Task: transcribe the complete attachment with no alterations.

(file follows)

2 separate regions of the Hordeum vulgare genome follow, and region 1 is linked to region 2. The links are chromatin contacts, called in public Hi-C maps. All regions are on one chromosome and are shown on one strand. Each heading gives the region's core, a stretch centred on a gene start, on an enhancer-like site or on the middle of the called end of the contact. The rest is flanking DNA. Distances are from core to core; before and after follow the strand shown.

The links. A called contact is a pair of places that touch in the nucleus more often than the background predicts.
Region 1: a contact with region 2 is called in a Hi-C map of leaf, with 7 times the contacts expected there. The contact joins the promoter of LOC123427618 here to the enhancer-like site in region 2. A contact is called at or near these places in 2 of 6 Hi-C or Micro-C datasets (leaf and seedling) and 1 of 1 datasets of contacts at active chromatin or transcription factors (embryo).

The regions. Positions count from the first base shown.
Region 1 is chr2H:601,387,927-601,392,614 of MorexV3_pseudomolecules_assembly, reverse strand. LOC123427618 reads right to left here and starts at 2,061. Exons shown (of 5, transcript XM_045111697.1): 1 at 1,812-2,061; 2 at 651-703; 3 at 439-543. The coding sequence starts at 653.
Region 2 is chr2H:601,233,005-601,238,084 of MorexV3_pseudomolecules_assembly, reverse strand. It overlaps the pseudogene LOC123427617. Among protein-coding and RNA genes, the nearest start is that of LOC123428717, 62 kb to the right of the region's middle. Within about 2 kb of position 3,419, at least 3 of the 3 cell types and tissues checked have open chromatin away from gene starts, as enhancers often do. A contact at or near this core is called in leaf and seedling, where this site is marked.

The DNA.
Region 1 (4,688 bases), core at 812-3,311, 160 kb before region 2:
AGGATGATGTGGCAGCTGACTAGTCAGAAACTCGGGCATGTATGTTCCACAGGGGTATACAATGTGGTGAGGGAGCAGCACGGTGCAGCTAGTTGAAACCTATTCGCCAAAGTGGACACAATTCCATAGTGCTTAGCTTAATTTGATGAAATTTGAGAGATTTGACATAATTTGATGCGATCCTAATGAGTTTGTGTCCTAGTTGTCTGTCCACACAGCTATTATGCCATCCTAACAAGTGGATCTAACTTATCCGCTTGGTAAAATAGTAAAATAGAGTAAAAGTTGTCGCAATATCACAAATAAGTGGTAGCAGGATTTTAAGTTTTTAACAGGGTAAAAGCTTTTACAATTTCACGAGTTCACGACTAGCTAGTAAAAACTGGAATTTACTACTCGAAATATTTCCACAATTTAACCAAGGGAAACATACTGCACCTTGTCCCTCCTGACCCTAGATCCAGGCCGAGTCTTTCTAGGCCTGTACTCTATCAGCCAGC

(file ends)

2 separate regions of the Hordeum vulgare genome follow, and region 1 is linked to region 2. The links are chromatin contacts, called in public Hi-C maps. All regions are on one chromosome and are shown on one strand. Each heading gives the region's core, a stretch centred on a gene start, on an enhancer-like site or on the middle of the called end of the contact. The rest is flanking DNA. Distances are from core to core; before and after follow the strand shown.

The links. A called contact is a pair of places that touch in the nucleus more often than the background predicts.
Region 1: a contact with region 2 is called in a Hi-C map of leaf, with 7 times the contacts expected there. The contact joins the promoter of LOC123427618 here to the enhancer-like site in region 2. A contact is called at or near these places in 2 of 6 Hi-C or Micro-C datasets (leaf and seedling) and 1 of 1 datasets of contacts at active chromatin or transcription factors (embryo).

The regions. Positions count from the first base shown.
Region 1 is chr2H:601,387,927-601,392,614 of MorexV3_pseudomolecules_assembly, reverse strand. LOC123427618 reads right to left here and starts at 2,061. Exons shown (of 5, transcript XM_045111697.1): 1 at 1,812-2,061; 2 at 651-703; 3 at 439-543. The coding sequence starts at 653.
Region 2 is chr2H:601,233,005-601,238,084 of MorexV3_pseudomolecules_assembly, reverse strand. It overlaps the pseudogene LOC123427617. Among protein-coding and RNA genes, the nearest start is that of LOC123428717, 62 kb to the right of the region's middle. Within about 2 kb of position 3,419, at least 3 of the 3 cell types and tissues checked have open chromatin away from gene starts, as enhancers often do. A contact at or near this core is called in leaf and seedling, where this site is marked.

The DNA.
Region 1 (4,688 bases), core at 812-3,311, 160 kb before region 2:
AGGATGATGTGGCAGCTGACTAGTCAGAAACTCGGGCATGTATGTTCCACAGGGGTATACAATGTGGTGAGGGAGCAGCACGGTGCAGCTAGTTGAAACCTATTCGCCAAAGTGGACACAATTCCATAGTGCTTAGCTTAATTTGATGAAATTTGAGAGATTTGACATAATTTGATGCGATCCTAATGAGTTTGTGTCCTAGTTGTCTGTCCACACAGCTATTATGCCATCCTAACAAGTGGATCTAACTTATCCGCTTGGTAAAATAGTAAAATAGAGTAAAAGTTGTCGCAATATCACAAATAAGTGGTAGCAGGATTTTAAGTTTTTAACAGGGTAAAAGCTTTTACAATTTCACGAGTTCACGACTAGCTAGTAAAAACTGGAATTTACTACTCGAAATATTTCCACAATTTAACCAAGGGAAACATACTGCACCTTGTCCCTCCTGACCCTAGATCCAGGCCGAGTCTTTCTAGGCCTGTACTCTATCAGCCAGC